I recently wrote about how I wanted to use more positive language with my kids and stop constantly using words like No, Stop or Don’t. I called it a Positive Parenting Challenge and I passed this on to other parents to see who felt the same and wanted to change too.
Captain Optimist aka Becky has kindly agreed to take part in the first guest post of the series.
Hello! I’m Becky, but online I’m known as Captain Optimist. You can call me Becky. Or Captain Optimist. Whatever, really.
I’m a mom, a wife, an actress, a singer, a writer, a crafter, a creator, a multitasker, a horror movie addict, a Feminist, a Liberal, a Millennial (just barely), and a whole host of other things. I have a BA in Theatre Arts and an MS in Journalism and Mass Communications, and I’m not using either degree right now. At least not professionally. When the mood strikes (though I’m working on accomplishing this with more regularity) I blog about parenting, politics, education, depression, and basically anything I feel like ranting about.
Now that we’ve got the awkward formalities out of the way, on to the questions. You asked what my kids do that infuriates me? It might be simpler to list the things they do that don’t infuriate me.
(Before you write me off as a terrible mom who hates her kids, it’s important to note that I have two boys who are 20 months apart, both incredibly smart, creative, and strong-willed. You know…kids. Despite their penchant for pushing every one of my buttons on a daily basis, I love them more than my own life.)
So let me narrow down the list of things that infuriate me to the main ones that (mostly) fuel the rest. At 8 and 10, I know that they’re prone to irrationality, but it seems like any time things don’t go absolutely 100% according to plan, they both dissolve into fits of rage and tears and make zero effort to try to find a solution to the (usually) VERY MINOR PROBLEM.
A video game loads a bit slowly? End of the world. The Internet is down? Prepare for the apocalypse. Can’t find the thing they set down three minutes ago? Call in the National Guard.
Every minor inconvenience is treated like a catastrophe. We’ve explained to them, calmly, how to go about fixing/resetting things. We’ve told them to chill out and be patient. We’ve instructed them to try…I don’t know…looking for the things they’ve misplaced. Or we help them look, and when we inevitably find the thing they looked everywhere for in 3.5 seconds, we are rewarded with rudeness.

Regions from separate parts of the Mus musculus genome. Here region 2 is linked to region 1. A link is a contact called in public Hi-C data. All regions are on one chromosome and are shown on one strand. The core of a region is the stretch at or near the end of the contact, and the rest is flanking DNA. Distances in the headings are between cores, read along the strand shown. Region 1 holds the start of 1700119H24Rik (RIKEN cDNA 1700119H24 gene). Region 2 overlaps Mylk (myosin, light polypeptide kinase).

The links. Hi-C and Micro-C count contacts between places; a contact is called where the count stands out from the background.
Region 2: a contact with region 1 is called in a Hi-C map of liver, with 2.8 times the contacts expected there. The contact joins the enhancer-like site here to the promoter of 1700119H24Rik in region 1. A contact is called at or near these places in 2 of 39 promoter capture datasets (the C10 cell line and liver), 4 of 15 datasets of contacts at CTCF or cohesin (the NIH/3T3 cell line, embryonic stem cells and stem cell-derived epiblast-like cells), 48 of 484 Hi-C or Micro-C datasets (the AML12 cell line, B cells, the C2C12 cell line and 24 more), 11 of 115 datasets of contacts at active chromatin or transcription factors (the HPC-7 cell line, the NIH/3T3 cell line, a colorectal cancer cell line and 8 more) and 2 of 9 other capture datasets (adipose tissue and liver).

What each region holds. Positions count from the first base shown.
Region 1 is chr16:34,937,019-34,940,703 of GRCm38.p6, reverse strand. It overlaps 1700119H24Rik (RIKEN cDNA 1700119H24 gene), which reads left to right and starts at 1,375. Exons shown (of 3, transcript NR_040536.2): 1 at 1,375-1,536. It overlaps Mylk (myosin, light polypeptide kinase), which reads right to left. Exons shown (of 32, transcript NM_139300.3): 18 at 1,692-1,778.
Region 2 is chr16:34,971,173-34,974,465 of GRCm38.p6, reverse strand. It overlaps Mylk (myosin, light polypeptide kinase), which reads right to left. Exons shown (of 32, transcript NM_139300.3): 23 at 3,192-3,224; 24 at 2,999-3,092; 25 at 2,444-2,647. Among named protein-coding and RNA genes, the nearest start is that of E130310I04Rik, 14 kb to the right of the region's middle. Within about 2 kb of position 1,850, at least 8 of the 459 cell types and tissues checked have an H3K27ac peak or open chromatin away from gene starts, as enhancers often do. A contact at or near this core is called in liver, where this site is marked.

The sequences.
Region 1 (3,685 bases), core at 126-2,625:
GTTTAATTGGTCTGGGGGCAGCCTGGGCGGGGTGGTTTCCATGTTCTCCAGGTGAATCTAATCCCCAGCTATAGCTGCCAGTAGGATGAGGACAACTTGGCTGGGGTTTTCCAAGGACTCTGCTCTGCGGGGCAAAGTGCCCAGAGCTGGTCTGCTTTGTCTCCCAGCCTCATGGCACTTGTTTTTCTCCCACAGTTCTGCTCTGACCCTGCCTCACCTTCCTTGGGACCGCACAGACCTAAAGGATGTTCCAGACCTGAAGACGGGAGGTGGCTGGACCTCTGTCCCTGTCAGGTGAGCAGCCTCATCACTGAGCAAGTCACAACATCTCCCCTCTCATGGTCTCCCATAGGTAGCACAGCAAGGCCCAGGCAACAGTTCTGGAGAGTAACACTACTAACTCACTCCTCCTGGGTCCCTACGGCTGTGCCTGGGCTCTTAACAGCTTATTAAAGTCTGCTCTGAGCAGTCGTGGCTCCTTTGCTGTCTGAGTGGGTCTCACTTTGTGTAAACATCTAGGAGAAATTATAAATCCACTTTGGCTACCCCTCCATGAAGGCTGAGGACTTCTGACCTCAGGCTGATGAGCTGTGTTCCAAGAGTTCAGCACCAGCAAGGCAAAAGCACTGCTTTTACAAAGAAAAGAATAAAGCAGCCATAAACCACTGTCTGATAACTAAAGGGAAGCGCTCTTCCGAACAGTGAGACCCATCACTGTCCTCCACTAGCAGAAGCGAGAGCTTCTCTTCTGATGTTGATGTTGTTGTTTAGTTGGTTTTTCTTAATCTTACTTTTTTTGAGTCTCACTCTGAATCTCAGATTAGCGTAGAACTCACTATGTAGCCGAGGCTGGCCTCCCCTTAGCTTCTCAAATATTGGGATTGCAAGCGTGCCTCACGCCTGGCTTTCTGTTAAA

The rudeness is the other thing that infuriates me. I suppose part of my frustration with this behavior is that I wasn’t expecting it before they were teenagers, but one thing I’ve learned about parenting is that nothing is ever how you expect it to be and you’ll never be prepared for anything. Encouraging, right?
For the following example, I’ve provided a Hulkometer for reference.
Now, on a typical day, these interactions go like this (shortened/simplified for time):
Child: “Ugh, why won’t this thing work?! It’s so STUPID.”
Parent: (1/5 Hulks) “Have you tried [insert solution here]?”
Child: (rudely) “Yes I already tried EVERYTHING. Nothing ever works.”
Parent: (2/5 Hulks) “Take a breath. Don’t talk to me like that.”
Child: *annoyed whiney/growly noise*
Parent: (2/5 Hulks) “Please don’t make that noise.”
Child: (extra rudely) “SORRY.”
Child is clearly not sorry.
Parent: (3/5 Hulks) “Try doing [solution] again.”
Child: (very rudely) “THAT DOESN’T WORK. I’VE ALREADY TRIED IT.”
Parent: (4/5 Hulks) “Stop talking to me like that!”
Child: *louder annoyed whiney/growly noise*
Parent: (4/5 Hulks) “STOP THAT.”
Child: (supremely rudely) “I’M NOT DOING ANYTHING. THIS STUPID THING WON’T WORK.”
Parent: (5/5 Hulked out) “DO. NOT. TALK. TO. ME. LIKE. THAT. GO TO YOUR ROOM!”
At this point, Parent will do [solution] and will probably let child know, sarcastically, that [solution] worked. Why? Because Parent is a fallible human being prone to sarcasm.
Shortly after the fight is over and the child is (probably) crying in their room, Parent will feel guilty for Hulking out, take a deep breath, and apologize to the child. Child will apologize to Parent, more sincerely. Both will vow to try harder to deal with things calmly next time.
We do a lot of that in our house, talking things out after the fact. It’s not the most effective method. The problem is…well…truthfully there are a lot of problems. Chiefly, I know exactly where the boys get their temper: Me. I know they respond the way they do because that’s how I’ve always responded to them when I’m frustrated. The stupid thing is that I’m usually not even frustrated at them, per se. I’m frustrated that I have failed to lead by example, that I continue to fail to lead by example, that I haven’t been able to teach them the things they should know by now to handle these situations calmly, that I’m not in a place in my life where I feel like a good role model for them. My frustration comes from feeling like a failure.
For example, while I can’t remember the most ridiculous thing I’ve ever lost my shit over, I can tell you about the most recent ridiculous thing. It happened today. Just a little over an hour ago, actually.